SROI and RBA
SROI is a cost/benefit methodology that proposes to assign a monetary value to social (population) outcomes that a service “causes.” For example, a family counseling service might be “credited” with preventing one case of child abuse. The full value of preventing a child abuse case is then “credited” to the service. This approach misses the point that population level change is always bigger than any one program and credit is necessarily shared across many services. The SROI framework depends on causal assumptions that are open to challenge, and the resulting calculations are of questionable value.
RBA provides a basis for developing return on investment ratios for social services, without resorting to these kinds of shortcuts. Sound cost/benefit analysis starts with the ‘better off’ program measures in RBA. Better off measures describe changes in skill, knowledge, attitude, behaviour, and/or circumstance for customers of a program or service. For example, in a job skills training program, a “better off” measure might be “% of program participants that find and keep good jobs.” These measures allow a “value for money” comparison to be created by comparing customer outcomes to unit cost. For example, “The program placed 90% of its participants in jobs, and the program cost only $1,000 per participant.” A return on investment calculation can then be based on a disciplined analysis of “What would have happened to these people without the program?” Since some participants would have gotten jobs anyway, the analysis is complex but can be achieved with sufficient effort. RBA describes the contribution, not causality, relationship between program performance and population well-being. And it supports methods of communicating program value without taking SROI-type shortcuts.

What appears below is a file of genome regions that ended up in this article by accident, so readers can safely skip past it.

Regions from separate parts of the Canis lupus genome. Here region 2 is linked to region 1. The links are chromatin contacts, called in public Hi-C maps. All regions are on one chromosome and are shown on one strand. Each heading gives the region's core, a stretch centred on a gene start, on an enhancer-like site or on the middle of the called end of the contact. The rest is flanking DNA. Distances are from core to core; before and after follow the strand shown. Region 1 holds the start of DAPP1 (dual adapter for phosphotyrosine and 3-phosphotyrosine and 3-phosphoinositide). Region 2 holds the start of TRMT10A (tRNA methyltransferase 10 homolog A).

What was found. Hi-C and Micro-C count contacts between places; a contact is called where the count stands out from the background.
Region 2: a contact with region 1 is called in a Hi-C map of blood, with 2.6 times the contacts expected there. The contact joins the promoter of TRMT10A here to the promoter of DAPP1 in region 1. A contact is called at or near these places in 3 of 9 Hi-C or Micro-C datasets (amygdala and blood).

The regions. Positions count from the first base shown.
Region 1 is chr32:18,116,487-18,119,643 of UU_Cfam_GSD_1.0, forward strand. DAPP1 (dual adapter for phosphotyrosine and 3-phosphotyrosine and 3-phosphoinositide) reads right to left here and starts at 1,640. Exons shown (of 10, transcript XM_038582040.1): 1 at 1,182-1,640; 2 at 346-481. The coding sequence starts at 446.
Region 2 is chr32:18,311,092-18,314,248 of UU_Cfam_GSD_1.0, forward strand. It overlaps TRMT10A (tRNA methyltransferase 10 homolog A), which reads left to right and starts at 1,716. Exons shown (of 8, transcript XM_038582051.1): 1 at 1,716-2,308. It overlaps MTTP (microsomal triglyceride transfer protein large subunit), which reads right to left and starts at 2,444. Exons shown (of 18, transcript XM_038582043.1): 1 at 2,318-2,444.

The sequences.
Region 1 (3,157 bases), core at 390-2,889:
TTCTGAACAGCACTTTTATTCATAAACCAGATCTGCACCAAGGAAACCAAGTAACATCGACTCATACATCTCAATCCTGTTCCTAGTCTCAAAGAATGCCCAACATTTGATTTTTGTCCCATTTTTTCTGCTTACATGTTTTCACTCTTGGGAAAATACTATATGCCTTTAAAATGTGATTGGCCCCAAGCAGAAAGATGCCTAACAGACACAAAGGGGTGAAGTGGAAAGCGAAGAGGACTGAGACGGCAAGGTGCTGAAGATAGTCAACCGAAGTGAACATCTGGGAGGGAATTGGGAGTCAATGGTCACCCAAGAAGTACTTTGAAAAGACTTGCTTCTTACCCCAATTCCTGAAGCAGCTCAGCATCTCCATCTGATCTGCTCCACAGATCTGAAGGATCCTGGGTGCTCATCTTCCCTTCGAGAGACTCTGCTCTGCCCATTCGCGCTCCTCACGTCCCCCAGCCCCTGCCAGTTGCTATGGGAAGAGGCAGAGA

Collective Impact and RBA
I wonder how people actually do Collective Impact without using RBA. I have often heard that when communities embark on their Collective Impact journey, they might do their Theory of Change first. Once this is done, they have to choose another framework to do the rest of the work. However, with RBA, all they have to do is follow the 7 question process at the population level:
- What are the quality of life conditions we want for the children, adults, and families in our community?
- What would these conditions look like if we could see them?
- How can we measure these conditions?
- How are we doing on the most important of these measures?
- Who are the partners that have a role to play in doing better?
- What works to do better, including no-cost and low-cost ideas?
- What do we propose to do?
Engaging in this 7-step process provides the Theory of Change and helps you meet the 5 conditions set out for Collective Impact. I know this sounds simpler than it actually is. I acknowledge that to tackle complex social problems, people need skills which go beyond answering 7 questions. However, RBA provides a disciplined process that engages stakeholders and provides robust, data-driven decision making. It is an iterative process that ensures that Collective Impact’s mutually-reinforced activities align with the population outcomes that the collective is focused on.
No outcomes framework is going to change the world. People need to do that. RBA is a tool that can be used to drive the change in a more disciplined way. It makes good sense to use a framework that can give you your Theory of Change, complete your Program Logic, help you come up with relevant measures, build your evidence base, promote innovation, and achieve Collective Impact.
If you want to learn more about how RBA can help you, we would be happy to talk to you. Please contact: